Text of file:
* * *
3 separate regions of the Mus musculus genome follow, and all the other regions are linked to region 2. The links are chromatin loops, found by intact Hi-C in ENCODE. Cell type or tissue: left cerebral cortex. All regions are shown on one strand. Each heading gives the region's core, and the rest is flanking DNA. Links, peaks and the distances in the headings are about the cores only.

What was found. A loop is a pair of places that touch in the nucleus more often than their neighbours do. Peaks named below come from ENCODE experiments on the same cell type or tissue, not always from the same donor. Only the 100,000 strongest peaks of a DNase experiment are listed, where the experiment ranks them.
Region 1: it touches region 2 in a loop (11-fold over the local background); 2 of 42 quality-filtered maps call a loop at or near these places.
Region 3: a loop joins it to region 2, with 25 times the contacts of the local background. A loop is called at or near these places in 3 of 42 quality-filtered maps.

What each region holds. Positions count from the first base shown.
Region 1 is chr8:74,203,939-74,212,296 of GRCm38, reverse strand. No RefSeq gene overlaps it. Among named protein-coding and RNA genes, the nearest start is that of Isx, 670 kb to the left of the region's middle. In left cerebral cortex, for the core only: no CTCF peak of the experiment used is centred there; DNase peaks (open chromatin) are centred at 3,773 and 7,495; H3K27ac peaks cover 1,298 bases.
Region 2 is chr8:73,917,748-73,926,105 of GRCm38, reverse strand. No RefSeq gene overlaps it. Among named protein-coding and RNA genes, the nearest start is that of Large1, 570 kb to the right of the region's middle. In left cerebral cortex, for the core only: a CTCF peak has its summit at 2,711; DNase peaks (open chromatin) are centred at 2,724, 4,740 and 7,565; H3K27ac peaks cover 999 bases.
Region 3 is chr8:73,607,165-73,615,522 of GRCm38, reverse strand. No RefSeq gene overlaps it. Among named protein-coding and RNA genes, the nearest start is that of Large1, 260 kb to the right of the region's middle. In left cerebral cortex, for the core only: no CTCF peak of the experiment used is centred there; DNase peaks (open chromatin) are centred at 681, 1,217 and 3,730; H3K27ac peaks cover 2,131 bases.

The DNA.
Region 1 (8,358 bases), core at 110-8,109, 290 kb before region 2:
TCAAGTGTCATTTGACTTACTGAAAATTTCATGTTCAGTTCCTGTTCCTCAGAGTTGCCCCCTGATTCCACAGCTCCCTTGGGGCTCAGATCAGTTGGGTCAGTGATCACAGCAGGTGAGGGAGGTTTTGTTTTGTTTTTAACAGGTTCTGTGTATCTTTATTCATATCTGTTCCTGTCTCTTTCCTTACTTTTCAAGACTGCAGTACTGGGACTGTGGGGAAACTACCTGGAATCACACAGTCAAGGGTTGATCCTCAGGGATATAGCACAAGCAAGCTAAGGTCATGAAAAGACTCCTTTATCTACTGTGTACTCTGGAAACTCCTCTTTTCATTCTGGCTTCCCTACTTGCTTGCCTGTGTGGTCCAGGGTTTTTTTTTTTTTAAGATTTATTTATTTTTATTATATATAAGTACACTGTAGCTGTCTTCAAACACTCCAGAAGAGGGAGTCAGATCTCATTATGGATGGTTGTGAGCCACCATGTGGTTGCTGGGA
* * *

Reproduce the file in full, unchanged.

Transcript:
3 separate regions of the Mus musculus genome follow, and all the other regions are linked to region 2. The links are chromatin loops, found by intact Hi-C in ENCODE. Cell type or tissue: left cerebral cortex. All regions are shown on one strand. Each heading gives the region's core, and the rest is flanking DNA. Links, peaks and the distances in the headings are about the cores only.

What was found. A loop is a pair of places that touch in the nucleus more often than their neighbours do. Peaks named below come from ENCODE experiments on the same cell type or tissue, not always from the same donor. Only the 100,000 strongest peaks of a DNase experiment are listed, where the experiment ranks them.
Region 1: it touches region 2 in a loop (11-fold over the local background); 2 of 42 quality-filtered maps call a loop at or near these places.
Region 3: a loop joins it to region 2, with 25 times the contacts of the local background. A loop is called at or near these places in 3 of 42 quality-filtered maps.

What each region holds. Positions count from the first base shown.
Region 1 is chr8:74,203,939-74,212,296 of GRCm38, reverse strand. No RefSeq gene overlaps it. Among named protein-coding and RNA genes, the nearest start is that of Isx, 670 kb to the left of the region's middle. In left cerebral cortex, for the core only: no CTCF peak of the experiment used is centred there; DNase peaks (open chromatin) are centred at 3,773 and 7,495; H3K27ac peaks cover 1,298 bases.
Region 2 is chr8:73,917,748-73,926,105 of GRCm38, reverse strand. No RefSeq gene overlaps it. Among named protein-coding and RNA genes, the nearest start is that of Large1, 570 kb to the right of the region's middle. In left cerebral cortex, for the core only: a CTCF peak has its summit at 2,711; DNase peaks (open chromatin) are centred at 2,724, 4,740 and 7,565; H3K27ac peaks cover 999 bases.
Region 3 is chr8:73,607,165-73,615,522 of GRCm38, reverse strand. No RefSeq gene overlaps it. Among named protein-coding and RNA genes, the nearest start is that of Large1, 260 kb to the right of the region's middle. In left cerebral cortex, for the core only: no CTCF peak of the experiment used is centred there; DNase peaks (open chromatin) are centred at 681, 1,217 and 3,730; H3K27ac peaks cover 2,131 bases.

The DNA.
Region 1 (8,358 bases), core at 110-8,109, 290 kb before region 2:
TCAAGTGTCATTTGACTTACTGAAAATTTCATGTTCAGTTCCTGTTCCTCAGAGTTGCCCCCTGATTCCACAGCTCCCTTGGGGCTCAGATCAGTTGGGTCAGTGATCACAGCAGGTGAGGGAGGTTTTGTTTTGTTTTTAACAGGTTCTGTGTATCTTTATTCATATCTGTTCCTGTCTCTTTCCTTACTTTTCAAGACTGCAGTACTGGGACTGTGGGGAAACTACCTGGAATCACACAGTCAAGGGTTGATCCTCAGGGATATAGCACAAGCAAGCTAAGGTCATGAAAAGACTCCTTTATCTACTGTGTACTCTGGAAACTCCTCTTTTCATTCTGGCTTCCCTACTTGCTTGCCTGTGTGGTCCAGGGTTTTTTTTTTTTTAAGATTTATTTATTTTTATTATATATAAGTACACTGTAGCTGTCTTCAAACACTCCAGAAGAGGGAGTCAGATCTCATTATGGATGGTTGTGAGCCACCATGTGGTTGCTGGGA